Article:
Interviews & Profiles

Tracking who’s still lacking internet across New York

A Q&A with Maria Doulis, state deputy comptroller for budget and policy analysis.

Maria Doulis, State Deputy Comptroller for Budget and Policy Analysis

Maria Doulis, State Deputy Comptroller for Budget and Policy Analysis Frank Lee, Moment, Getty Images

Maria Doulis has headed up efforts by the state comptroller’s office to track progress on universal internet access for the past few years, working to cut through issues and inconsistencies with the available data to give New Yorkers the clearest possible picture of where things stand. As the push continues, Doulis and her team will continue to monitor progress and keep citizens informed.

Before the state Public Service Commission conducted its own study, most of the reliable data sets were self-reported by internet service providers to and published by the Federal Communications Commission. What issues can that cause for an agency like yours, charged with presenting the most accurate possible data and analysis to the public?

We recognize very clearly in our report, as the FCC has done itself, that the data are limited. They overstate the coverage. I think that is one area where the state has had to make efforts, through the PSC, to improve the clarity of that mapping. We can discuss how good and how far that is, I think. But I think the state has made an effort, and the state did challenge the FCC maps, to challenge the locations and some of the addresses to say, “No, these are unserved.” There’s been some progress. I think the big question now becomes, with the new federal dollars coming in, what is the plan the ConnectALL office is going to put together to address these last bastions where availability is lacking.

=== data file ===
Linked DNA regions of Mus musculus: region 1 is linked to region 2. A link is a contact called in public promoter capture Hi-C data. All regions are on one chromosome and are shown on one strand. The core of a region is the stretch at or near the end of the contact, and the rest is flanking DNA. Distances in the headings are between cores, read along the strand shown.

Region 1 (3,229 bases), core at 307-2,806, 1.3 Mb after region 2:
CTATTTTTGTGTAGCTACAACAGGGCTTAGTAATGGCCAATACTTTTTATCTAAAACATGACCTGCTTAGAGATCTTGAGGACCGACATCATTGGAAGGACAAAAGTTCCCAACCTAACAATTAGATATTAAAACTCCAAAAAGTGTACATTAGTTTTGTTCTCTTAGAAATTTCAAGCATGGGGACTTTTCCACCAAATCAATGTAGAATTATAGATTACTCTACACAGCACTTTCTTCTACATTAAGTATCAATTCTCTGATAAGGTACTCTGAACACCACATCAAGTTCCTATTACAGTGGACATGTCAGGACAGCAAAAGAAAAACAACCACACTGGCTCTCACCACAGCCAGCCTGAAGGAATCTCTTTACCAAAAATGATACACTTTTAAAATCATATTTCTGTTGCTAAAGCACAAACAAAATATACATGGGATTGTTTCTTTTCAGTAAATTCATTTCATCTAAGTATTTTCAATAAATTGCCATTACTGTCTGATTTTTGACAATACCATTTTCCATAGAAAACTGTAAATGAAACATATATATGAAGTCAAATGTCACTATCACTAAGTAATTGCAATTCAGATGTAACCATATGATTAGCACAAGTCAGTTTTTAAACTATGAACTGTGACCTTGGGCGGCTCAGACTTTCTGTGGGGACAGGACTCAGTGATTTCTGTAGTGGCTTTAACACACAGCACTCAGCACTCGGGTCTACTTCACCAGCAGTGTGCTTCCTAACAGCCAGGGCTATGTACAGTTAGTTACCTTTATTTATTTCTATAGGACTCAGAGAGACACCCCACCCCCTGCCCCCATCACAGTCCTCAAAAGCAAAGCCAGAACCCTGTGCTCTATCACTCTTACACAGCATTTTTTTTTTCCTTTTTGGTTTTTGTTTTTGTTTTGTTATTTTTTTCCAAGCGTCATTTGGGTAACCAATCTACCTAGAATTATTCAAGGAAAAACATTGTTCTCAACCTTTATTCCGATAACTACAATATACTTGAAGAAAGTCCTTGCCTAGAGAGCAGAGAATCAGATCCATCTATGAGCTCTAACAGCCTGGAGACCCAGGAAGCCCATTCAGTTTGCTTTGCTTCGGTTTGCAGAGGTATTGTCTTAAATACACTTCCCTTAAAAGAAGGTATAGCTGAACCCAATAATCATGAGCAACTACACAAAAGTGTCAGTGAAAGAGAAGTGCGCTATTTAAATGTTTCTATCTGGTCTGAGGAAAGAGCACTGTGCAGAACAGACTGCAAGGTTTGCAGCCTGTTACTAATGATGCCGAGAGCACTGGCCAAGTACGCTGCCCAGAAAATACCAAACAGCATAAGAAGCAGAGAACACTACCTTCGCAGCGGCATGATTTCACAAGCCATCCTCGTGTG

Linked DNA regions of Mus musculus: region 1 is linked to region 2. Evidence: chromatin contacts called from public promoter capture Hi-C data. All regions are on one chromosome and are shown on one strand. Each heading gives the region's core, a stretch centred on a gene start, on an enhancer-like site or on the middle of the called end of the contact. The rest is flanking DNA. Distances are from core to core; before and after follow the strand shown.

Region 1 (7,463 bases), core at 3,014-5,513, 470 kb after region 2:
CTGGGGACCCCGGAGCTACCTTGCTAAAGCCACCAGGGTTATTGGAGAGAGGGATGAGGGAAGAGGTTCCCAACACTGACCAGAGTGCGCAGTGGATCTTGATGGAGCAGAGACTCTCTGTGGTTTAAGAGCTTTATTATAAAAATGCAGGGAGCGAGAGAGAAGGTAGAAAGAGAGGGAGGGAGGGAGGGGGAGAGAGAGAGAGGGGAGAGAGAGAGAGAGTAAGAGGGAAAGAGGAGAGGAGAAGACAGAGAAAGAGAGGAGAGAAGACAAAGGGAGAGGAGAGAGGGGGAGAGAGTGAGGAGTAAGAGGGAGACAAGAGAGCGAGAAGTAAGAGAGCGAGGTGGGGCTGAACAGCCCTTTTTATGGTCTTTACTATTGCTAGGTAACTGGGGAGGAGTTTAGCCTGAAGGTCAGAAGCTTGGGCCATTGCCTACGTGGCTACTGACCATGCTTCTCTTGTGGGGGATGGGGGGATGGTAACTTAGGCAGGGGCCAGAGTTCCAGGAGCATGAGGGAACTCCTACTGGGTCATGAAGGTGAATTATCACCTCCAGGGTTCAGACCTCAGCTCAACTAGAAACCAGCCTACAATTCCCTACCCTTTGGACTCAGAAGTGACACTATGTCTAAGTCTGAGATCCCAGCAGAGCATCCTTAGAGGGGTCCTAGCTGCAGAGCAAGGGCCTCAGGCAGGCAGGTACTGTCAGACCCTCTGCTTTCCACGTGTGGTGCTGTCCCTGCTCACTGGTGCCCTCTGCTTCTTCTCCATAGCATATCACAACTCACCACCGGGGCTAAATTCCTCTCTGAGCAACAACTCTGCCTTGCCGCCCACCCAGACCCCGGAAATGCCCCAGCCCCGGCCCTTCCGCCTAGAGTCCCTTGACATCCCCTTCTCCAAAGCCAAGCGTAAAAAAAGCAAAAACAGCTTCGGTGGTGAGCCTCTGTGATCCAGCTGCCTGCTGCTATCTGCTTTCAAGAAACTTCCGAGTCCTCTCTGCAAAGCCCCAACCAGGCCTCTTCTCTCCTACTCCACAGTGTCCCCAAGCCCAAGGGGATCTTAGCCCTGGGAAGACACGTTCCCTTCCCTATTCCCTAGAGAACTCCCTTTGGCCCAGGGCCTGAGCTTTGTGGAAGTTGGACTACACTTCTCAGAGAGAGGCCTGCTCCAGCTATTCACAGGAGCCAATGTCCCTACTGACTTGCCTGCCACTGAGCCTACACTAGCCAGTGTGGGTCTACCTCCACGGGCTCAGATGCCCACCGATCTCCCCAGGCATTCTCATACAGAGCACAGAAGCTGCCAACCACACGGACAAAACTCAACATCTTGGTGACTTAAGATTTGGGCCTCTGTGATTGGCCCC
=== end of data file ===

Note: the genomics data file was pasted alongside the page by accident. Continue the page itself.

Who are the people that are still without access to quality internet, even after extensive efforts to get everyone connected across the state?

When you step back to say “who still doesn’t have broadband in our state,” the challenges are really in rural areas where they don’t have access to broadband or broadband at a fast enough speed from a reliable service provider, and then folks who are challenged in other ways, maybe seniors who don’t have the literacy and the skills or maybe don’t understand why they need it, folks who still are ineligible for the subsidy or unaware of the subsidy and find that it strains their budget. And there is some segment of folks out there from Pew that shows there are folks who don’t think they need it. They don’t want it. They use their phone and that’s sufficient for their needs and services because they’re not working from home or they’re not using it for school.

For many years the 25 megabits per second standard has stood as the widely accepted standard for broadband speed. Your office is now set to change that standard to 100 megabits per second. Why are you upping the standard?

What this office and this comptroller have urged is that we need to be looking forward as we are developing plans for how we are going to wire these other areas or introduce redundancy and improve service, we need to be thinking way ahead of that to gigabit connections, and not necessarily to one type of technology, but to think about what is most cost effective to get people that access to the high speed.

Your office has committed considerable resources to tracking these numbers. Why has it been a priority for the comptroller?

I think that the pandemic really made it clear that this is a modern essential. For those who it may not have been before, it really is now. I think it is worth this office analyzing, looking out and the concern that no one should be excluded. Broadband can facilitate opportunity for education, for employment. Everybody should have the opportunity to access those things equally.